The most recent recording of “Tip Light” was recorded in 2011 by a New Orleans-based jazz group called The Grandsons. The Grandsons record most of their usual material under The Grandsons and record children music under The Grandsons, Jr.. The group consists of Alan MacEwen as a vocalist, guitarist, and trumpeter. Alongside him is Matthew Dedgley and saxophonist Chris Watling. The Grandsons’s bassists vary. In the past, they have featured Moe Nelson, John Young, Eric Bowers, and Steve Saachse on bass. “Tip Light” was featured on their latest release on their album The Big Orooni. Since recording technology has improved drastically since the 1940s, this recording of “Tip Light” is considerably cleaner and of higher quality. Surprisingly enough, this recording is in the same key as Slim Gaillard’s version. The Grandsons, Jr. kick off this recording without an intro; they immediately start playing the melody. Instead of having guitar noodling, a tenor saxophone plays fills and interludes, not unlike the role of clarinets in early jazz music in New Orleans. The first soloist features Chris Watling on tenor sax. After improvising over a chorus, Chris goes back to playing fills. The Grandsons, Jr. sing one final chorus before playing a simple outro. Because this music is aimed at a younger audience, it is meant to be very open and accessible to a general (and perhaps younger) audience. Harmonically, the soloists never play outside of the chord changes, making this recording light and easy to listen to to the general public.
A third recording of “Tip Light” was recorded by German electronic musician and producer Jan Jelinek. Jan Jelinek began as an avid record collector. He listened to dub, jazz, funk, and soul. Once he discovered house music, he began making music of his own. Jelinek’s music is all about taking existing music and slicing it into tiny pieces. He then manipulates these fragments of sounds until one is unable to recognize the original. Jelinek’s wide influences caused him to produce in a wide array of styles and subgenres. He records under three different names: Jan Jelinek, Farben, and Gramm. Music under his own name is glitchy, minimalist, and experimental. It is meant as art music for listening, not dancing. Farben, “colors” in German, features more danceable songs. Farben’s music is poppy, catchy, and intricately subtle. Gramm’s recordings serve as a medium between Jan Jelinek and Farben’s recordings. In 2001, Jan Jelinek released an album entitled Loop-Finding-Jazz-Records under his own name. As the album’s name implies, Jelinek took tiny samples of jazz music from his record collection and manipulated them into his own art. Though his music sounds nothing like jazz, he is heavily influenced by the jazz records that he collected growing up. In 2004, Farben released an EP (Extended Play) entitled Presents the Presets_The Sampling Matters EP. Slim Gaillard’s recording of “Tip Light” is a hidden gem of early jazz music. In the same manner, Farben’s “Tip Light” is a hidden gem in the world of microhouse. Farben’s “Tip Light” opens with a simple loop. A heavily-swinging bass riff hops on and off the beat, setting the tone for the rest of the quirky quasi-modal microhouse composition. Before the bass drum enters, it is unclear whether or not the bass follows a clear beat; it lags slightly behind the time. Despite the mechanical and grid-based format that electronic music still has, Farben’s rhythmic imperfections make this recording sound soulful and human. Like most house music, this recording has a four-to-the-floor bass drum pattern. After looping this groove, murmurs and hints of Jelinek’s jazz records begin to emerge through the texture. Tiny clips and cuts of samples jut into the groove in a syncopated and catchy comping style. After a one-minute intro, the recognizable refrain begins. Clear vocals say the same lyrics used in Gaillard’s original recording. In addition to the repetition of “tip light,” Farben adds another layer of subtle intricacy to his music. The lyrics are as follows: “Tip light, tip light, tip light, vout, tip light.” Though lasting less than a second, a clear “vout” is spoken before the fourth repetition of “tip light.” As mentioned earlier, vout is the name of Slim Gaillard’s invented hipster-talk that he used in his performances. In the most sly way possible, Jan Jelinek pays homage to Slim Gaillard. After one chorus, a sample is looped in a triplet pattern over the existing beat only to be suddenly scratched out. Fragments of the vocalist’s samples are used as fills and accompaniment. After the CD-skip like interlude, the song returns to its previous groove, without the vocals. The vocals join in again for a second chorus. After this chorus, the CD-skip interlude returns and fades out. In terms of form, Farben’s “Tip Light” has an intro, then a chorus (A) followed by the CD-skip interlude (B). With these labels in mind, the form (minus the intro) is ABAB. While some jazz fans would not listen to this kind of music, Farben made a classic jazz song re-emerge into the modern music scene through his own medium of expression.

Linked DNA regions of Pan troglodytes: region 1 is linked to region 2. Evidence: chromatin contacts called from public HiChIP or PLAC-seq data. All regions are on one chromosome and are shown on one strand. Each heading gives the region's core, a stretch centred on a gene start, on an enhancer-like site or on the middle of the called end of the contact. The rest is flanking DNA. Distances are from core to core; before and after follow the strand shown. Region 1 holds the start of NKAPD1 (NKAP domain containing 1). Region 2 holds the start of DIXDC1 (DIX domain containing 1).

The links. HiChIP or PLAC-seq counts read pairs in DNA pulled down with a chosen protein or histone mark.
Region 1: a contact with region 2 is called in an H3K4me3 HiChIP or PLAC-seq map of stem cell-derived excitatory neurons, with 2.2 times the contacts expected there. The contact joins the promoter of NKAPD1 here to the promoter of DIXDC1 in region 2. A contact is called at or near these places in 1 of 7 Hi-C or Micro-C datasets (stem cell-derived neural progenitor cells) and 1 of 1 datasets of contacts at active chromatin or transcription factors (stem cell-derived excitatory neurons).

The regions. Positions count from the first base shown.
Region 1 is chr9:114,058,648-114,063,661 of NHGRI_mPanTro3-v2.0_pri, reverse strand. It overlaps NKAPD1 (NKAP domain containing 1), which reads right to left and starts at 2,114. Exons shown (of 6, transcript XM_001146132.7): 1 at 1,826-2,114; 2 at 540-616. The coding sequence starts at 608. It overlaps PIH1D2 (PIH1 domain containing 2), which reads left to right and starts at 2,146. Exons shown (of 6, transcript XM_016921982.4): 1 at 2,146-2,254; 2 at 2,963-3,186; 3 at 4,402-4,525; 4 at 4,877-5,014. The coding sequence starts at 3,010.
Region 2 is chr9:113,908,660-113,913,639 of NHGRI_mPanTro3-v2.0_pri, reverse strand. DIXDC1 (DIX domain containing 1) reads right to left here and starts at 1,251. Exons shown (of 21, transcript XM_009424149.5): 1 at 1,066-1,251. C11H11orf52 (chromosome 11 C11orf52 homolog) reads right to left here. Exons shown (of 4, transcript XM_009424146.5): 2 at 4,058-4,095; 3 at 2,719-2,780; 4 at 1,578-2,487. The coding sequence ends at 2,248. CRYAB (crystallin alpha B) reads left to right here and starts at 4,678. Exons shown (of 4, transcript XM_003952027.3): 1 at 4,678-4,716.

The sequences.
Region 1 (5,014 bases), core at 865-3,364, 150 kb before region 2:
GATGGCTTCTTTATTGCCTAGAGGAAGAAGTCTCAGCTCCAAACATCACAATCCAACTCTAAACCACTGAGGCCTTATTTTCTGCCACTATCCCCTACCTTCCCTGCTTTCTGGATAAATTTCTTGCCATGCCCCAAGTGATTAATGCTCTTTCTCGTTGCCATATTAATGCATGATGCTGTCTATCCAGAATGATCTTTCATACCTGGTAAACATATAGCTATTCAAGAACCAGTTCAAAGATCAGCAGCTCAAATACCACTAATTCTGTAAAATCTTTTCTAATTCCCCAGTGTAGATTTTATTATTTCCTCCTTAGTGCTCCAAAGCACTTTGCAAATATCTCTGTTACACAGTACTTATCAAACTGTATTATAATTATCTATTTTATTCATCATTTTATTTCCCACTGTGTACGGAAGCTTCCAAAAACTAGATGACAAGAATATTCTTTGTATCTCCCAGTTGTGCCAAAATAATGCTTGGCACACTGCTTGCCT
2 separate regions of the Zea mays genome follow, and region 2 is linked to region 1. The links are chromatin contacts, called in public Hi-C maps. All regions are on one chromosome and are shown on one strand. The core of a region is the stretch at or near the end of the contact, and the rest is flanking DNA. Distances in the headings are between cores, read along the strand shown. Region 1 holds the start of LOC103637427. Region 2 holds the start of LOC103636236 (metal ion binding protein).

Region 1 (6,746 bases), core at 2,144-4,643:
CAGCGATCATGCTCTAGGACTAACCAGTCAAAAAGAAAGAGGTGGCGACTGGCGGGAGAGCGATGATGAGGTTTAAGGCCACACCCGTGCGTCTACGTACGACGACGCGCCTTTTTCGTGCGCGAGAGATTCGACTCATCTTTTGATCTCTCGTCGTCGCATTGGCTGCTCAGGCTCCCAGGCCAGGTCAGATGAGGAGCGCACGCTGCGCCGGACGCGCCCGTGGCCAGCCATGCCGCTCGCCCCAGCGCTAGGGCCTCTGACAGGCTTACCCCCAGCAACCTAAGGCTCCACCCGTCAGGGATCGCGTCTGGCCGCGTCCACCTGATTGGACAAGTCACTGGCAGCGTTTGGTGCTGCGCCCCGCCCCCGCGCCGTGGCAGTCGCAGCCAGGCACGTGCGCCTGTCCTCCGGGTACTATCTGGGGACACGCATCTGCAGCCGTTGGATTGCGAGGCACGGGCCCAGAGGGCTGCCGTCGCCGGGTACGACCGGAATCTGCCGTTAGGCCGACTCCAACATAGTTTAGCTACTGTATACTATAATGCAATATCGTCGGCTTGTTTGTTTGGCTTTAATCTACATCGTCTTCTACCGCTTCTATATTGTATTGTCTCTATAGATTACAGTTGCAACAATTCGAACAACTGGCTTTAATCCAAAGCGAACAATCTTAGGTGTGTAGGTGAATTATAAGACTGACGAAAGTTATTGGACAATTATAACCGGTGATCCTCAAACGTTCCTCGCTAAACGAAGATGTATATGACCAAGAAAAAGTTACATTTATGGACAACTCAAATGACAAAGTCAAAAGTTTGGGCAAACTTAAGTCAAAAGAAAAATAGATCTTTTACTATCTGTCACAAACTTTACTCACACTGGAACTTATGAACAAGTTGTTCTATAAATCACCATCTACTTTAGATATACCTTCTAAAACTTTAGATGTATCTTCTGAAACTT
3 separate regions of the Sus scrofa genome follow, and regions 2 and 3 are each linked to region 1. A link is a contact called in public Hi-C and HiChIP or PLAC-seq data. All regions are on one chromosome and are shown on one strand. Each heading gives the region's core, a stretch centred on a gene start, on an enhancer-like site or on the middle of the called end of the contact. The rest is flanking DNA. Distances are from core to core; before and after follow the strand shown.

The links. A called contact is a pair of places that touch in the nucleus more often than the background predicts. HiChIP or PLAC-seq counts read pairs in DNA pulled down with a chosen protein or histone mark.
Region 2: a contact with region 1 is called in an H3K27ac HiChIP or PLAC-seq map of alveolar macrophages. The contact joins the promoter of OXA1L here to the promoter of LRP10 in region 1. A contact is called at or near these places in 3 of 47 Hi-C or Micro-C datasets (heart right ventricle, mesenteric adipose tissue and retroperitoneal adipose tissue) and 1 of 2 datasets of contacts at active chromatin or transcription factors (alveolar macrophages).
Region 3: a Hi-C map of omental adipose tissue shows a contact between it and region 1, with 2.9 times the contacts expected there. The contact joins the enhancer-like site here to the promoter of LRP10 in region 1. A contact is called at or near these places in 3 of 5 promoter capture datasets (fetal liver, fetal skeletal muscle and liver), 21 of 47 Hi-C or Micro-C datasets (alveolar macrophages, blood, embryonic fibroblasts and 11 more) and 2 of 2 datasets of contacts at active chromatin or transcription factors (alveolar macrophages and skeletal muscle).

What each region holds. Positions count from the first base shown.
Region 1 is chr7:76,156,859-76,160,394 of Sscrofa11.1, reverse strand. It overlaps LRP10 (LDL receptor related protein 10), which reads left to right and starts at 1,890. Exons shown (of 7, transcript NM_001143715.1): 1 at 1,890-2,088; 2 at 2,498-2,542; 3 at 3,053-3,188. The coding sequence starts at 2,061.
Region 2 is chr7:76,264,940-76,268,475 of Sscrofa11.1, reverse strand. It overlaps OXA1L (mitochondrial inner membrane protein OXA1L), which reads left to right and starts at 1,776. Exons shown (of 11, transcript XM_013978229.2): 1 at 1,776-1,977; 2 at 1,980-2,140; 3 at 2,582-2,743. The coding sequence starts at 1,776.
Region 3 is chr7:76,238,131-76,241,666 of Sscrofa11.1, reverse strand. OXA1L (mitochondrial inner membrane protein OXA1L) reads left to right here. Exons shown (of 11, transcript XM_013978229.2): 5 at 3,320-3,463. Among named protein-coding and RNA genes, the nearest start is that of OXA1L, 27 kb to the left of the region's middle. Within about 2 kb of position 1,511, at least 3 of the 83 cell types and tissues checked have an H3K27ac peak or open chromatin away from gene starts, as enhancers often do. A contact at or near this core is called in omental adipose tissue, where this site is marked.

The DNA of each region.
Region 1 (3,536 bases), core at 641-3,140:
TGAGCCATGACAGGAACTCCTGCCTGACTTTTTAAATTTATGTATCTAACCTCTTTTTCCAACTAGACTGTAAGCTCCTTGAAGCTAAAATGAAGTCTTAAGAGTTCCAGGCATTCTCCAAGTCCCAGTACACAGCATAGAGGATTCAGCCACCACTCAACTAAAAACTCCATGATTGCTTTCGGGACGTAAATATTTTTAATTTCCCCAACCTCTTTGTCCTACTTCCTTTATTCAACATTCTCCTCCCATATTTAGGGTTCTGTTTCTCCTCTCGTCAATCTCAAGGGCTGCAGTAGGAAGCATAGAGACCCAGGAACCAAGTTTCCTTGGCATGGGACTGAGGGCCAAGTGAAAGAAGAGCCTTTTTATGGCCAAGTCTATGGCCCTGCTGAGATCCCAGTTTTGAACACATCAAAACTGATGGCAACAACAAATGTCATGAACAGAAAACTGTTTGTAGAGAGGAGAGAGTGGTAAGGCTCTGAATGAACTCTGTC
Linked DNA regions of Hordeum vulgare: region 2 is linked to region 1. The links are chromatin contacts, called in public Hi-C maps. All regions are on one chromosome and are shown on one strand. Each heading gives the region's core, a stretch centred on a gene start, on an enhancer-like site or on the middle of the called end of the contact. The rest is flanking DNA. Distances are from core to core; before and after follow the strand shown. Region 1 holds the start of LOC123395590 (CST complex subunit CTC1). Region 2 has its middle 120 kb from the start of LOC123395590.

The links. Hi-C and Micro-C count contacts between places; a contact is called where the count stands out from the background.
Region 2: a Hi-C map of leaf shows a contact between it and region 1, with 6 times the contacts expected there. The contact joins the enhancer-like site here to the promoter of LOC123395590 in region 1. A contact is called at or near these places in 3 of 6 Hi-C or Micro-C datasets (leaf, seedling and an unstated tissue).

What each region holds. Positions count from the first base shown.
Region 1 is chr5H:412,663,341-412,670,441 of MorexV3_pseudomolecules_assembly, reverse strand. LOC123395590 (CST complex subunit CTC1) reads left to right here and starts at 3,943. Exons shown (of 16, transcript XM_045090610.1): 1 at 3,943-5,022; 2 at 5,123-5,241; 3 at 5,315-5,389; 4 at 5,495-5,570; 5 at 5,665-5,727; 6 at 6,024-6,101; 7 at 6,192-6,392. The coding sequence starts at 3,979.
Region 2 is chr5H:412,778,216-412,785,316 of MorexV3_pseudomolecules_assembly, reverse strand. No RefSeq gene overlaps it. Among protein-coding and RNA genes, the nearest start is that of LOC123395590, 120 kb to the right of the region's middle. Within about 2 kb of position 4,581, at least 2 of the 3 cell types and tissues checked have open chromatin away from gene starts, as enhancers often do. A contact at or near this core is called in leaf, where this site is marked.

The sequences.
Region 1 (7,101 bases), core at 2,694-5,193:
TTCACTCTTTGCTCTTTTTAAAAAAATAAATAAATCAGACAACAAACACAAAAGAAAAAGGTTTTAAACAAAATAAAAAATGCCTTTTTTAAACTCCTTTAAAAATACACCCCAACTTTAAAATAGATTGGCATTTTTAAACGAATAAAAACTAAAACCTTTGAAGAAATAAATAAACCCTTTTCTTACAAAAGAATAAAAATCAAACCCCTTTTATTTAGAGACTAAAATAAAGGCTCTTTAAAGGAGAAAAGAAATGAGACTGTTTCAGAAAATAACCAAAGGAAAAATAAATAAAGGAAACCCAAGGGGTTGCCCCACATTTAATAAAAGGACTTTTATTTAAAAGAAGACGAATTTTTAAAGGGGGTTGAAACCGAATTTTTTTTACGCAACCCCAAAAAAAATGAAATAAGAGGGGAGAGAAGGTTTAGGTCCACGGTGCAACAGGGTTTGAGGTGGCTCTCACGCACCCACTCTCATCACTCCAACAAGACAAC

Each artist portrayed their version of “Tip Light” in their own unique ways. Slim Gaillard’s version was light and mellow, The Grandsons, Jr.’s recording took a more modern-jazz approach, where Farben’s approach was more digitalized and danceable. The two jazz recordings cater to a more general audience, despite how popular or unpopular jazz music may be. On the other side of the spectrum, Farben’s microhouse rendition of the piece caters to fans of electronic music.
The Grandsons, Jr. – “Tip Light” (available on iTunes)
2 responses to “Tip Light: A Comparison of Three Songs”
Anyone know what “tip light”is supposed to mean? Is that vout for something?